(Self publishing an article I wrote last year about cuddle parties. If this sounds like fun, come join me Friday in PDX at a cuddle party! Email me for more info.)
Just imagine: you are decked out in your most comfortable and loved jammies. Sinking down onto the padded floor of the yoga studio, you make a nest out of pillows, blankets and bolsters. Around you are 10, 20 maybe even 30 people that just an hour ago you had never met. Now, one of them is rubbing your feet, someone is sitting behind you rubbing you shoulders, and you idly stroke the leg of someone as you chat. Before the evening is over, you might end up at the bottom of a puppy pile: a mass of bodies flung over one another with abandon. The vibe is one of child like laughter and warmth, like the touch you might have shared as a child with a beloved protective and comforting relative.
You’ve just imagined a snuggle party, or cuddle party.
Well, you did if you didn’t break out in a cold sweat of revulsion at the thought of actually touching someone you don’t know. The sweaters are balled up in a corner in the fetal position rocking themselves to their happy place.
In the mid 00’s, the “let’s get together and touch each other” craze got a lot of press, led by Cuddle Party, an East Coast-based non-profit started by Reid Mihalko and Marcia Baczynski in 2004. Too bad for them, though, for the PNW had it first: James Davis (known as “Jas”) started a non-profit called LoveTribe in 2002 after having an epiphany in a puppy pile during Burning Man. A Portland based entrepreneur owning holistic wellness cooperatives in Portland, his organization set out to help people learn to appreciate their own physical nature, and how to connect with others in more caring, nurturing and playful ways.
Yes, there are opening circles, boundary exercises, checking in with yourself, and lots of other hippy-dippy lingo. But the well researched and documented fact remains: as humans, we need touch. Our modern culture—from religion to technology—has done a great deal to demonize this simplest of needs. Many of us are oddly isolated at a time when digital “connection” is so ubiquitous.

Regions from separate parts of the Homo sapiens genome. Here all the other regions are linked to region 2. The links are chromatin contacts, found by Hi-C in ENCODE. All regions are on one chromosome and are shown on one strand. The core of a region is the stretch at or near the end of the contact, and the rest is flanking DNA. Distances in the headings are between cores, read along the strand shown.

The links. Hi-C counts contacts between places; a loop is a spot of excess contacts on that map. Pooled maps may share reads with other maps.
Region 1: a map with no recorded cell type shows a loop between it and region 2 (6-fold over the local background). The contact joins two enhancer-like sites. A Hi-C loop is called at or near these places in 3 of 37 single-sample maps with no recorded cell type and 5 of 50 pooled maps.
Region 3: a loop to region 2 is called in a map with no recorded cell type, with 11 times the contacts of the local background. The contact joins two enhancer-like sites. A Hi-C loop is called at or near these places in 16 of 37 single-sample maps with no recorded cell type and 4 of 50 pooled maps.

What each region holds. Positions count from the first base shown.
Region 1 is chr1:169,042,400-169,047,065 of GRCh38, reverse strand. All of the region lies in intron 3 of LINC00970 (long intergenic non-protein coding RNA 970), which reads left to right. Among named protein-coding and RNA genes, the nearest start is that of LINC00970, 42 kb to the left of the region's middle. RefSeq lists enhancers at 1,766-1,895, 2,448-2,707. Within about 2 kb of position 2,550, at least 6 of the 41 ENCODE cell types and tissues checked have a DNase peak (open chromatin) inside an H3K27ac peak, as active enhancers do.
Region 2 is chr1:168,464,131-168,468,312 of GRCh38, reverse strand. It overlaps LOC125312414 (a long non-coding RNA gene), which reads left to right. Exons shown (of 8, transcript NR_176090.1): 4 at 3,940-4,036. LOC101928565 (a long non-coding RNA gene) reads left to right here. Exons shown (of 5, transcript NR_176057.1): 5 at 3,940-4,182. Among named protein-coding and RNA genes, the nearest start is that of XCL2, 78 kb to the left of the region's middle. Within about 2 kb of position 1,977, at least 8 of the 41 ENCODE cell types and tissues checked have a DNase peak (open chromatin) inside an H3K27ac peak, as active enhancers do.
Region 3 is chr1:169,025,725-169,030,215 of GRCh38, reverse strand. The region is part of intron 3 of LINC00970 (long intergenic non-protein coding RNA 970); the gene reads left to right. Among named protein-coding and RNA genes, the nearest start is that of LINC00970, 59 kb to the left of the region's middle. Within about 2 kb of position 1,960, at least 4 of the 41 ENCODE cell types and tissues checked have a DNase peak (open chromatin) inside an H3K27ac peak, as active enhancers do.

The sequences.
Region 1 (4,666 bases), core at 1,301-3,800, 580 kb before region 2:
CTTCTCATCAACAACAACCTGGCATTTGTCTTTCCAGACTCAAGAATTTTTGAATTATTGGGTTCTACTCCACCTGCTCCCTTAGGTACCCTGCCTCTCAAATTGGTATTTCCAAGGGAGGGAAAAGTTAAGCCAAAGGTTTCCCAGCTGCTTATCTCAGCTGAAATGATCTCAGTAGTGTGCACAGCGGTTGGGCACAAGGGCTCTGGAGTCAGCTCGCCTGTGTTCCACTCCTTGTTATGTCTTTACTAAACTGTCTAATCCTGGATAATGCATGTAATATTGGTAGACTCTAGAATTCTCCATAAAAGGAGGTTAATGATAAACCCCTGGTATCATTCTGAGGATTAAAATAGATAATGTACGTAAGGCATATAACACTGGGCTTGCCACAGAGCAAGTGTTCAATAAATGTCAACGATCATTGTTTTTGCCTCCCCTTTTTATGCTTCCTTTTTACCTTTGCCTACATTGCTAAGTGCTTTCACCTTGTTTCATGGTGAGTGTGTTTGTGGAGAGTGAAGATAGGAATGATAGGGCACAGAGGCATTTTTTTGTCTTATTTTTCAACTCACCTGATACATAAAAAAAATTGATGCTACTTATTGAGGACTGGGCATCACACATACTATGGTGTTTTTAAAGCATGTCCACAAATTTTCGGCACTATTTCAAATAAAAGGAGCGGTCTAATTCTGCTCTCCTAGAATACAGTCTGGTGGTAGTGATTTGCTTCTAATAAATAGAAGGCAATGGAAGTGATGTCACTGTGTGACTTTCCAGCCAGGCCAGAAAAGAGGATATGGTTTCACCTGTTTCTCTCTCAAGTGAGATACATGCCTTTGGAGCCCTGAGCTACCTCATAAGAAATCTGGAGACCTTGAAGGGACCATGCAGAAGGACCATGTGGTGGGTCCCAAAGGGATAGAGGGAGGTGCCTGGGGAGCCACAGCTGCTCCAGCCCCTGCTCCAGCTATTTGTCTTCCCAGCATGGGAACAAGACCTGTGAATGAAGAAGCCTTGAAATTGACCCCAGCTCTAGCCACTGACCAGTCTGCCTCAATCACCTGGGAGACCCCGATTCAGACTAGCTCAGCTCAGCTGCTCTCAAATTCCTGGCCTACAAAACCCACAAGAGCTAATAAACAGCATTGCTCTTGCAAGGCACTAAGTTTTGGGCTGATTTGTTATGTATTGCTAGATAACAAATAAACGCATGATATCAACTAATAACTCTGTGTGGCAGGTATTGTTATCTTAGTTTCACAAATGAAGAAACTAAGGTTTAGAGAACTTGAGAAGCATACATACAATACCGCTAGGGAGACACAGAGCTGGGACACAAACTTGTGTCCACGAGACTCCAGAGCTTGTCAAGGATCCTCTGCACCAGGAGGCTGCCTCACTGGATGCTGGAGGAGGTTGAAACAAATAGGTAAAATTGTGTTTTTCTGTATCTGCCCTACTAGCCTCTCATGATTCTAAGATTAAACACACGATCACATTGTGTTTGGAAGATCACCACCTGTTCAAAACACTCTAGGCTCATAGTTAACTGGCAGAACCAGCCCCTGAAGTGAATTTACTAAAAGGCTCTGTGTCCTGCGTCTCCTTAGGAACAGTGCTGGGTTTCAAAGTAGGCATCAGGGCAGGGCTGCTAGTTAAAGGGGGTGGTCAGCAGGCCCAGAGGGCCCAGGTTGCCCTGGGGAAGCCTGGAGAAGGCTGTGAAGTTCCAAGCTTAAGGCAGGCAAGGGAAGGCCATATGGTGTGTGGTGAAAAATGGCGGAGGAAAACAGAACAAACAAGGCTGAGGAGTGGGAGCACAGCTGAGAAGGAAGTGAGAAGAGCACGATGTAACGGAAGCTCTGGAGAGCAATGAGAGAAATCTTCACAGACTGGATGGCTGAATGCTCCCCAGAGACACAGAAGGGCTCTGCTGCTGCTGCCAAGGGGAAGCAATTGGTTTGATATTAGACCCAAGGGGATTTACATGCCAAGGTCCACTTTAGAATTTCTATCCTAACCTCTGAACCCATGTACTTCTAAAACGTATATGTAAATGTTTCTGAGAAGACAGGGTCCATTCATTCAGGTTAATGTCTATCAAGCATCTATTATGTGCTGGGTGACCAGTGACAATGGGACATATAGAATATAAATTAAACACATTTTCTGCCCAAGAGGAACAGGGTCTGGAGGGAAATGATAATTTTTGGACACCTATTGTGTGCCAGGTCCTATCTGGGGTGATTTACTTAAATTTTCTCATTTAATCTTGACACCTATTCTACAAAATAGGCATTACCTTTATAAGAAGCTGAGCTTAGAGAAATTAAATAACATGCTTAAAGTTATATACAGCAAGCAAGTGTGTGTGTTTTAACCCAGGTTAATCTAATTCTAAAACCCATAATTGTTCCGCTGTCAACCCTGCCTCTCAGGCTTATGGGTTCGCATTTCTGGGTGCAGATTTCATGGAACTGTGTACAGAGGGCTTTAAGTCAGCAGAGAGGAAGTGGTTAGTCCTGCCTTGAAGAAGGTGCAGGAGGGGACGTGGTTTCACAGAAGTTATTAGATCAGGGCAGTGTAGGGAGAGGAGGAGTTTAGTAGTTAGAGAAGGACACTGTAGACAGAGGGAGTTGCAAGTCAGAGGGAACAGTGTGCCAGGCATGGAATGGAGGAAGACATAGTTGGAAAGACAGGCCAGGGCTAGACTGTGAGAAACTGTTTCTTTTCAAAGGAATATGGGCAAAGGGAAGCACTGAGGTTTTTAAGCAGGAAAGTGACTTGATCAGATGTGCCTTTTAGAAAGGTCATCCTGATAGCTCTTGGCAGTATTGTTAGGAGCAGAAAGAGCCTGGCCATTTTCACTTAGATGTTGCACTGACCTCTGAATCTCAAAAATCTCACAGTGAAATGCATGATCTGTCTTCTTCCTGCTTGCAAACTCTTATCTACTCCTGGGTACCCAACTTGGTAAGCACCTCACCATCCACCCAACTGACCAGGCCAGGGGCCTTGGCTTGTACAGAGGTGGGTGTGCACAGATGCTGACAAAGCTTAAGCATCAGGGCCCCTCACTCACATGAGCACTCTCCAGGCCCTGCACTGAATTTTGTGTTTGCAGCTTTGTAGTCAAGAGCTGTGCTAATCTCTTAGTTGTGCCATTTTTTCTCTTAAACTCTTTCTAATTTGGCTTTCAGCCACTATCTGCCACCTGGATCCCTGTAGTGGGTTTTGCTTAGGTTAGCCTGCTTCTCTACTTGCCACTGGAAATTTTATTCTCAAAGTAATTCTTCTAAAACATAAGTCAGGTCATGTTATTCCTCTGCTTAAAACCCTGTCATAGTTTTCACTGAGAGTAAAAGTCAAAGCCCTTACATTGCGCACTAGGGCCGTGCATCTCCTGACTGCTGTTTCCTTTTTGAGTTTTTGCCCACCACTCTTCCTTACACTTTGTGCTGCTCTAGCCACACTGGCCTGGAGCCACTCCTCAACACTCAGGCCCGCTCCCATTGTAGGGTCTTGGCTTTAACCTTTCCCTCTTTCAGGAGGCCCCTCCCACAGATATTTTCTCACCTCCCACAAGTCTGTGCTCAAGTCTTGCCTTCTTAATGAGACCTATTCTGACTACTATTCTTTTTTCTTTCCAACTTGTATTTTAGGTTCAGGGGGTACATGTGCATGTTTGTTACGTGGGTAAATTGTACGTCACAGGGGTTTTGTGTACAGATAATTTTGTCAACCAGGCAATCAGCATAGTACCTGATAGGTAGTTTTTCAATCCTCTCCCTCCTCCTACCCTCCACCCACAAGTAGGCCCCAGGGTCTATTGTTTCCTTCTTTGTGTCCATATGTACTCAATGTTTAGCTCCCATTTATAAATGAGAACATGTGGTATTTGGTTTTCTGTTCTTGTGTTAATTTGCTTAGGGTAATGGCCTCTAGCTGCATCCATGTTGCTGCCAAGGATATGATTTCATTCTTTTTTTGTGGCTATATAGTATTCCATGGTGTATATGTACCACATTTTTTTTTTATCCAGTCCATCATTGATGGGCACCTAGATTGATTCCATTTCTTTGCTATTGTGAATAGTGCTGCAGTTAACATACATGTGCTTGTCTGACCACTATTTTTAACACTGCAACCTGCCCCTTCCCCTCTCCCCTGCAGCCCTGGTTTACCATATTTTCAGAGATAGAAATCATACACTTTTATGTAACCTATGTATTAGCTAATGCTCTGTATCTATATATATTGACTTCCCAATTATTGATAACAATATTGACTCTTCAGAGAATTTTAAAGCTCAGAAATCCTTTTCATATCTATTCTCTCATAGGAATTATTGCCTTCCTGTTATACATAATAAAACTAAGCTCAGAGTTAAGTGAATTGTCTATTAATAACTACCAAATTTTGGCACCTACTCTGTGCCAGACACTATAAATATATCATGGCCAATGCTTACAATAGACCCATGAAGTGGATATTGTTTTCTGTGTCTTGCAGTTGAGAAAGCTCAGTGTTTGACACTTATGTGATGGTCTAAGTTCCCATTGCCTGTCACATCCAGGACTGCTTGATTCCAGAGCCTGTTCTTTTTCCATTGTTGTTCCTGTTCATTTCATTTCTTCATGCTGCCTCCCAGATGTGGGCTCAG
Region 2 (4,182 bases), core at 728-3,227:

LoveTribe holds monthly events perfect for those new to the concept: Yum! is a mixture of dance and snuggle party held the first Friday of each month and is a relaxing and energizing way to top off a week. You might find a Salem local or two there! The crowd at an event ranges from early 20’s hipsters to boring-by-day middle-aged accountants to more chronologically experienced members of our society. It’s a broad segment which by its very nature is very inclusive and liberal. Some attendees are informal or professional licensed massage therapists or other flavores of bodyworkers or energy healers.
The act of coming into a room of strangers and trusting them enough to let down your usual boundaries can be downright frightening. The framework of a snuggle party is built upon clear, open communication and consent. Such an environment empowers you to brazenly ask for what you want, while also holding to any boundary that feels comfortable for you. Ask for anything, and when asked say yes or no (gently and with respect) as you please.
Newcomer participation runs the gamut. Some rush in with arms flung open and crash into the first person they come across, while others might mingle around the edges, engage in some friendly discussion but forgo cuddling and simply shrink their need for physical space and sit closer to someone than usual. That’s all good; as the goal is to increase our connection to others, if you leave with a smile on your face, you’ve succeeded.
Sweating yet? I know what you’re thinking: This is just an excuse to have an orgy, right? Quite the contrary. A key element of the movement is teaching people that touch doesn’t equal sex. That’s a hard knot to untie for some in our culture: the idea that being physically close to vibrant, physically attractive people can be done without the spectre and expectation of sex. Or, on the flip side, that you’d see any point in being physically close to someone with whom you don’t sexually covet. A key element in this movement is recognizing the beauty and value in everyone, and sharing a little of your own and accepting what is offered by others. Events are strictly clothes-on and the energy level (which means your intent and thoughts) is to not be of a sexual nature. Think warm and fuzzy puppies, not hot and sexy nekkid people.
This does not mean that you don’t find yourself going a little wobbly over a person or flirting a bit. But your intent in interacting is more along the lines of hugging a close friend, and not dry humping your first teenaged girlfriend.
But one may ask, “Why?” It’s not so hard to imagine that if we each felt more connected to each other, our world might have more compassion and less hate, our individual lives more passion and less fear. So get your jammies together and let’s go. There are a few people who would like to see enough interest from the Salem metro area to support its own regular snuggle! Learn more at lovetribe.org, or email me at email@example.com.